Healing Sound

Healing Secrets of Sound

By Christine Stevens // The roar of joy that set the worlds in motion Is reverberating in your heart —Radiance Sutras, Dr. Lorin Roche We are all wired for rhythm by our circadian sleep and wake cycle, our brain waves, our cardiac beats, and even our neural firings. This is our personal music medicine. So many people have been told they have no musical ability. They believe they can’t ‘hold a tune in a bucket’ or keep a beat. But the truth is we are the music. I call it “homo musicalis”. The healing power of music is not just a fluffy concept; it is based on both historical and research-based evidence. One of the fathers of music therapy, psychologist and music therapist Dr. Mark Rider, known for coupling musical experiences with active visualization for pain reduction, writes about the power of group sing-alongs to treat trauma responses for veterans. In fact, group drumming has been shown to directly activate the immune system and calm stress responses. A 2001 study published in the journal Alternative …

Insight Meditation

Living Fully, Loving Well—Reflections on the Awakened Heart

By David Chernikoff I first became interested in death and dying in my early teens. It wasn’t a choice as much as a necessity. Because of numerous early losses, most of them sudden and unexpected, I felt deeply drawn to understand the essence of living and dying at a time when most of my peers were preoccupied with very different concerns. At the time, I had the sense that I’d been singled out, bullied by an uncaring universe or an incomprehensible God. Looking back, I can see the blessings that were wrapped in the painful packages of grief and trauma that touched my life so many years ago. Those events shaped the unfolding of my journey in a way that is clearly evident in retrospect. It’s not surprising that I chose to study psychology, religion, and theology in the years that followed. I was passionately interested in the way we heal our hearts, bodies, and minds as well as “big picture” questions related to why things happen the way they do. In my late twenties …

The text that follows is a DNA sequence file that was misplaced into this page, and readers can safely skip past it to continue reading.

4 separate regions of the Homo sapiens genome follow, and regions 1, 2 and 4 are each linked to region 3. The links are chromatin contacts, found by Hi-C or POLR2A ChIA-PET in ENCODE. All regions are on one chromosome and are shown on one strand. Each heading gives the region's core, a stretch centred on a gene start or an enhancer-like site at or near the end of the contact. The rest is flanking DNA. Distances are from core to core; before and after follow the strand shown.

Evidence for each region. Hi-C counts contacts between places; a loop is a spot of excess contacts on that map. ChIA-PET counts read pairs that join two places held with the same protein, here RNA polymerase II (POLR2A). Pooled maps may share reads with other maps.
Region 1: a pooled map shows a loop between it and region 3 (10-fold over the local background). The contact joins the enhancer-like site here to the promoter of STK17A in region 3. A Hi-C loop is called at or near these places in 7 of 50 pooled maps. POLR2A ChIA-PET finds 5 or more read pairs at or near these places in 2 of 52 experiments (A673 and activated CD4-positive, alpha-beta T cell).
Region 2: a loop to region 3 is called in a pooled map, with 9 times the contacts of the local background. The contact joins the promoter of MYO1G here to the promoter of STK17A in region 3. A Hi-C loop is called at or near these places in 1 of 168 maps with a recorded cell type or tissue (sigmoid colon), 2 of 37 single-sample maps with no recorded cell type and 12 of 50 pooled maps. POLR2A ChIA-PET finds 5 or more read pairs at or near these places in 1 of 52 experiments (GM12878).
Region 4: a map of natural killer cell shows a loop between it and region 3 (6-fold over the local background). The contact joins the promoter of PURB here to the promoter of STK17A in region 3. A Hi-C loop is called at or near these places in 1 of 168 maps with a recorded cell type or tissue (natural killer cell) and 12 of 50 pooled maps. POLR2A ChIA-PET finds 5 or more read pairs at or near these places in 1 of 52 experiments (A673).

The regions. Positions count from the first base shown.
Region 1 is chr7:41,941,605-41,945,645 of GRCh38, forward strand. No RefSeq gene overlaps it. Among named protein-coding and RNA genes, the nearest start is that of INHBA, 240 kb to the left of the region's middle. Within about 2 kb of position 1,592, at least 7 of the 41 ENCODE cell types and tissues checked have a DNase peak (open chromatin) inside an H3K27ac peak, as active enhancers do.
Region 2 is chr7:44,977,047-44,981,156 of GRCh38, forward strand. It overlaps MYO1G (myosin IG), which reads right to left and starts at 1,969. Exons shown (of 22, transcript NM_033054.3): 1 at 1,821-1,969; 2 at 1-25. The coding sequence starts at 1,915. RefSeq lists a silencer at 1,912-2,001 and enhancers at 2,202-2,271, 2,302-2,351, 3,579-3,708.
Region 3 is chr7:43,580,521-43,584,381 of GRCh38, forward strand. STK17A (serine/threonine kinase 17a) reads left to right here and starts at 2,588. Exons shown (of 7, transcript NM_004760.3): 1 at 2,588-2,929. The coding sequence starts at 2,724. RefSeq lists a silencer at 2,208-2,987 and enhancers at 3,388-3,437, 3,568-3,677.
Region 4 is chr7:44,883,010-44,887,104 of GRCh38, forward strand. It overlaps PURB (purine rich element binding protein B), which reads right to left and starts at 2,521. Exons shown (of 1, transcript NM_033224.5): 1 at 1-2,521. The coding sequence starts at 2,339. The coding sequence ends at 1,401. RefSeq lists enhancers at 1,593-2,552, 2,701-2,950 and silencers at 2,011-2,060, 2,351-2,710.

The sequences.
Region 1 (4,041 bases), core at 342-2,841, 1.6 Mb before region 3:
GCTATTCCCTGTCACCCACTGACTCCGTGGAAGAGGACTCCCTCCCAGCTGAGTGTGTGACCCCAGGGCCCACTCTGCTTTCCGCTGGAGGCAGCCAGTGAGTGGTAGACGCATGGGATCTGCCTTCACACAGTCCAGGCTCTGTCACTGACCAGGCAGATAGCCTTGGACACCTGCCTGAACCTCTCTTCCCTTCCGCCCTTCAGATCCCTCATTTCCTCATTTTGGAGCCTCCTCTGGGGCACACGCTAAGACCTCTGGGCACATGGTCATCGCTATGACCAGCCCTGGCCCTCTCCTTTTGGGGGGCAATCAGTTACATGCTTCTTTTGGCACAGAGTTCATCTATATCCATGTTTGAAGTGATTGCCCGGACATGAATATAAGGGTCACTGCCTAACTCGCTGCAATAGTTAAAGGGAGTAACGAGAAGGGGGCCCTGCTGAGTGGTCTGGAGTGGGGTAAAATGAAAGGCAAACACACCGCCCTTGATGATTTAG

On Being a Teacher

By Susan Piver // I just finished teaching two retreats at Dechen Choling Retreat Center in France, “The Open Heart Retreat” followed by “Fearless Creativity: A Meditation and Writing Retreat.” On the last day of the last program, a student kindly asked what it felt like for me when a retreat was over. Our group was sitting at the breakfast table in the main building, a chateau dating back more than a hundred years. The land was in full June bloom and the only sounds were bird calls. We were so far away from our regular lives, whether in New York, London, Amsterdam, or right down the road in the village and I could feel the glow of retreat all around. There were expressions of appreciation for what we had experienced and also sadness at leaving this place and each other. “Retreat magic” refers to the feeling one gets after days and days of quieting the mind and turning inward. It is far from sleepy. It is not particularly “relaxing,” rather, it is enlivening, a …